Hollywood Reporter columnist Scott Feinberg has posted five suggestions for the Academy to consider when they have their “unprecedented, all-members meeting” on Saturday, May 4th. The one I agree with the most is about reducing deadwood and expanding the membership:

“(3) Address the demographics of the membership. The Academy should address widespread and not unmerited concern about the diversity of its membership, or lack thereof: a recent LA Times study revealed it is 94% white, 77% male and 86% over the age of 50). This has a lot to do with why more conservative films triumph over more daring films (Crash d. Brokeback Mountain, The King’s Speech d. The Social Network, etc.), some films of questionable merit get nominated at all (schmaltz like The Blind Side and Extremely Loud and Incredibly Close), and some eminently worthy films do not (The Dark Knight, Blue Valentine, etc.).

“There are only two realistic ways for the Academy to fix this anytime soon. It could purge from its rolls members who have long been inactive or retired, the strategy employed by former Academy president Gregory Peck in the 1960s. Or, to avoid hurting those members’ feelings but still dilute their influence, while also endearing itself to younger and active people in the industry, the Academy could markedly expand its membership, which now numbers around 6,000. This would not be unprecedented. Membership swelled to around 12,000 from 1938 to 1945 when the members of the Screen Extras Guild were invited to join and had full voting privileges.”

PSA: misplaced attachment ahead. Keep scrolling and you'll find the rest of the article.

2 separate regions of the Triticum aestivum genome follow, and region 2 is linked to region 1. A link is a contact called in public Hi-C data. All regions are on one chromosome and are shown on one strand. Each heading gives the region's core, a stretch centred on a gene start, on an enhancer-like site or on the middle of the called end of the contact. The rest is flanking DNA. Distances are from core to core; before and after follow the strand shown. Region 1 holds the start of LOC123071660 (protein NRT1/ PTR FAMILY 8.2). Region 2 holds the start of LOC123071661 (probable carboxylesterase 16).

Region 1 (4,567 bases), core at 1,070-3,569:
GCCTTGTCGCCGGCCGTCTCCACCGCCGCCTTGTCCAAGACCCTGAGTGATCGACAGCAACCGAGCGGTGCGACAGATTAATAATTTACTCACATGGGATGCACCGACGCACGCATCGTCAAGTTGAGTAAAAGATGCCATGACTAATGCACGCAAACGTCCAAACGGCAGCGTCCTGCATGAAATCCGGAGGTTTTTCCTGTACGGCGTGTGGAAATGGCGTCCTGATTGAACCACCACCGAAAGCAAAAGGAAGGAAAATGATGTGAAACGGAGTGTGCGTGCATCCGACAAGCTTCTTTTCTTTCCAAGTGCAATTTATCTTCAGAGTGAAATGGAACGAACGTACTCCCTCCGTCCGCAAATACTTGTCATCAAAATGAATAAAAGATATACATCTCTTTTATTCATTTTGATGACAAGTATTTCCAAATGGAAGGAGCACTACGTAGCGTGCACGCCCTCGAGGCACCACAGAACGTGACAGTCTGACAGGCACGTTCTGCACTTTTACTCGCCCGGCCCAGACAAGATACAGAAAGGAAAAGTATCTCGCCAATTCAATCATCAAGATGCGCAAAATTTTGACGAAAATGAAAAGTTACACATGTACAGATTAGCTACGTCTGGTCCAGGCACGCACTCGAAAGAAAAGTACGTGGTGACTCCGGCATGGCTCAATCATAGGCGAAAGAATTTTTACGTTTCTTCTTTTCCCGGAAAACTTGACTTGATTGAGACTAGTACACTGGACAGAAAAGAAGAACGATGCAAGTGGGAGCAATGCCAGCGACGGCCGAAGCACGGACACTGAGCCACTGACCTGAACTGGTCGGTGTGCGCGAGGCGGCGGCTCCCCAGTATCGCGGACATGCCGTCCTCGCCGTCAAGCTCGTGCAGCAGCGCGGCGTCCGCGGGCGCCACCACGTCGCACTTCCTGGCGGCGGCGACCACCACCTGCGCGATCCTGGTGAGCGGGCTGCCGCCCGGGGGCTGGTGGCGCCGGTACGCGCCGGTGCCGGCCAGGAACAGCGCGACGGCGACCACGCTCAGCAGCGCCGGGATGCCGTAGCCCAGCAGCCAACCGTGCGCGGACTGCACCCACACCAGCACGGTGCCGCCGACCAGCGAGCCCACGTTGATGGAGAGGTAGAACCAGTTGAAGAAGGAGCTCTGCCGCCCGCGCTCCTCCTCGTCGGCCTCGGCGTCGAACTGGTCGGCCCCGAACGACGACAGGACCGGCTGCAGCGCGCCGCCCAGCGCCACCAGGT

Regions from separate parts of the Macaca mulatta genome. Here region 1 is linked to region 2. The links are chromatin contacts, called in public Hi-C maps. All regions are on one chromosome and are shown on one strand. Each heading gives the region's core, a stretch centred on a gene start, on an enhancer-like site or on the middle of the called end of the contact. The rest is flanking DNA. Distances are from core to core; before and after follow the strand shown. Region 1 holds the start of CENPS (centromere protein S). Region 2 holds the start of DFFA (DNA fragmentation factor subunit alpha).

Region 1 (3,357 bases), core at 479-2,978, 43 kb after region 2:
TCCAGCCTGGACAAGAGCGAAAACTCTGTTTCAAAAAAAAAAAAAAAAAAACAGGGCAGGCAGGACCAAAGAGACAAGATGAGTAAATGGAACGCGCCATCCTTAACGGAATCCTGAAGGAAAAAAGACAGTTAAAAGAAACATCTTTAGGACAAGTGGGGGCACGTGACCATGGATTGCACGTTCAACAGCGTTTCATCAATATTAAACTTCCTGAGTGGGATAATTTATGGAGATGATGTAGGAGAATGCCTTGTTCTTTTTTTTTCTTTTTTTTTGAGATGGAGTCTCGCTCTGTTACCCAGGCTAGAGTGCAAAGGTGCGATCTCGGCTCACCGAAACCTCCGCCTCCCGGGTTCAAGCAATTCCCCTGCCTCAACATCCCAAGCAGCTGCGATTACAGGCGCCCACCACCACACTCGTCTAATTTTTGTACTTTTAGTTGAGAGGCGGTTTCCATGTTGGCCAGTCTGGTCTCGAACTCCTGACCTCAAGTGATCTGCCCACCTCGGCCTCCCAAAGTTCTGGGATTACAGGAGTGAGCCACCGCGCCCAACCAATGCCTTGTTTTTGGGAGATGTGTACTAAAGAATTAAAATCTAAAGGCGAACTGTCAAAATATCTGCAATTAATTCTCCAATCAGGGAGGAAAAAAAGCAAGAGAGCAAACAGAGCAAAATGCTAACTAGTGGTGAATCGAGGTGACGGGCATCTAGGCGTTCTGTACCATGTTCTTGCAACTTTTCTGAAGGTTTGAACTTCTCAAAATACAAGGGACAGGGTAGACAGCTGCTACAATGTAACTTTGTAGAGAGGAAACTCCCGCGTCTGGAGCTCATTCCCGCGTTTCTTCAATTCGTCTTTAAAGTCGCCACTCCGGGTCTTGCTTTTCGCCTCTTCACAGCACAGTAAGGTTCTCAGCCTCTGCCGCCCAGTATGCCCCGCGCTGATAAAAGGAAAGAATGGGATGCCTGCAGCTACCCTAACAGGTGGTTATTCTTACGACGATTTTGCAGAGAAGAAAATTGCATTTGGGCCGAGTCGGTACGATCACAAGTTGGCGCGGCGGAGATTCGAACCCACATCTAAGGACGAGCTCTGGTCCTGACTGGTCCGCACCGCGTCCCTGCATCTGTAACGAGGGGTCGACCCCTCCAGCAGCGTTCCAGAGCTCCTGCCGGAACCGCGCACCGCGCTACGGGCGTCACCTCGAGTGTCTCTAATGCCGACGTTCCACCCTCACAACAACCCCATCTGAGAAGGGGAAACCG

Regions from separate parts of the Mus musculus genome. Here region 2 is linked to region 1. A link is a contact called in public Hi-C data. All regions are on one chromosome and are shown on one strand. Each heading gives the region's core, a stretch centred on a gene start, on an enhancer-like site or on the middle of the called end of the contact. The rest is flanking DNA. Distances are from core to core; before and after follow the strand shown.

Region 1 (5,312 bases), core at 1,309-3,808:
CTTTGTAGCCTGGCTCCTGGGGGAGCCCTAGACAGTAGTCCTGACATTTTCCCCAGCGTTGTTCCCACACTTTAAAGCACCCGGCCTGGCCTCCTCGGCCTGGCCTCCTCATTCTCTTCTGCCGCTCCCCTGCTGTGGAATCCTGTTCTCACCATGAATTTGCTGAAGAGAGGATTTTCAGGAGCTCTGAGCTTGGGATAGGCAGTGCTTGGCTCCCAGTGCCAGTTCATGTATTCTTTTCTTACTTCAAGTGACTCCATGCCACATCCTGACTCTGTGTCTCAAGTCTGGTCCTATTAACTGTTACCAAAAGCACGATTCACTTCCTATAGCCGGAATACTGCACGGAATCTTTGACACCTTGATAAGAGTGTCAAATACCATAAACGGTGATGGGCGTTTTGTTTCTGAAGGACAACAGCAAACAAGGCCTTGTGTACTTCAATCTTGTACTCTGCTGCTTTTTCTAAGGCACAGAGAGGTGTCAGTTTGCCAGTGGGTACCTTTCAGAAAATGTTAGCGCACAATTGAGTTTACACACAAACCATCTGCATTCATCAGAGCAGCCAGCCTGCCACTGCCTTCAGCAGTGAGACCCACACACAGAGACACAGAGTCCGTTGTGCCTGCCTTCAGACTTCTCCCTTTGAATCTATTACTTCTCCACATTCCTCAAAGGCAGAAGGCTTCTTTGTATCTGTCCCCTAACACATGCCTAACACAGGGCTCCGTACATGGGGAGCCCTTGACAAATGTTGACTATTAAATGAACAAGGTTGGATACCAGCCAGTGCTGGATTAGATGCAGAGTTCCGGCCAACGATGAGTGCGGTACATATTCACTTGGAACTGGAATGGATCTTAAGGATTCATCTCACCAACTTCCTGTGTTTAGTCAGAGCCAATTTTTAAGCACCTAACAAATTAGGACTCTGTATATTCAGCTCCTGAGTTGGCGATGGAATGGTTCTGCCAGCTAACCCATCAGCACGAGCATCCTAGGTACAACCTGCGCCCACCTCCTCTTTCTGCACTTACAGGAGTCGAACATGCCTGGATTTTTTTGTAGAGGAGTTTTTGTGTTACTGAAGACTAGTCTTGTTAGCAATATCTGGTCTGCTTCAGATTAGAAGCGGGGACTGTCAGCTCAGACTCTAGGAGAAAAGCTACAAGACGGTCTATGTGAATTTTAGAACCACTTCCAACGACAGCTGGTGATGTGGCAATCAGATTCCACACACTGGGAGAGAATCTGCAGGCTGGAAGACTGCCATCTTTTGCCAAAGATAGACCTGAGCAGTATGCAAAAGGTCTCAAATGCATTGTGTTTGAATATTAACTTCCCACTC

In a 4.4.13 HE piece called “Reduce Deadwood Influence,” I suggested a scaled voting system that would give more weight to votes from Academy members who’ve contributed to a film within the last five years than to those who’ve more or less been out of the game a decade or two or longer.

“If the Academy wants to be part of the world as it is right now and have the Oscar winners reflect this, it has to reduce the influence of people whose professional peaks happened 15 or 20 or 25 or more years ago. These people will retain membership and all the priveleges that go with that, but their votes won’t count as much as those who are actively working and contributing to the films of today. Simple.

“Every year Academy members will be asked online ‘how recently have you worked on a feature film destined for theatrical or a film or series destined for cable or streaming?’ If the last film you worked on was released ten or more years ago, you get a single vote and become a C-grade voter. If the last film you have worked on was released between five and ten years ago, you get two votes and become a B-grade voter. And if you’ve worked on a film made and released within the last five years, you get three votes and becomes an A-grade voter.

“How would this system be unfair? What could possibly be the downside? If this system had been in place seven years ago, Brokeback Mountain would have won the Best Picture Oscar.”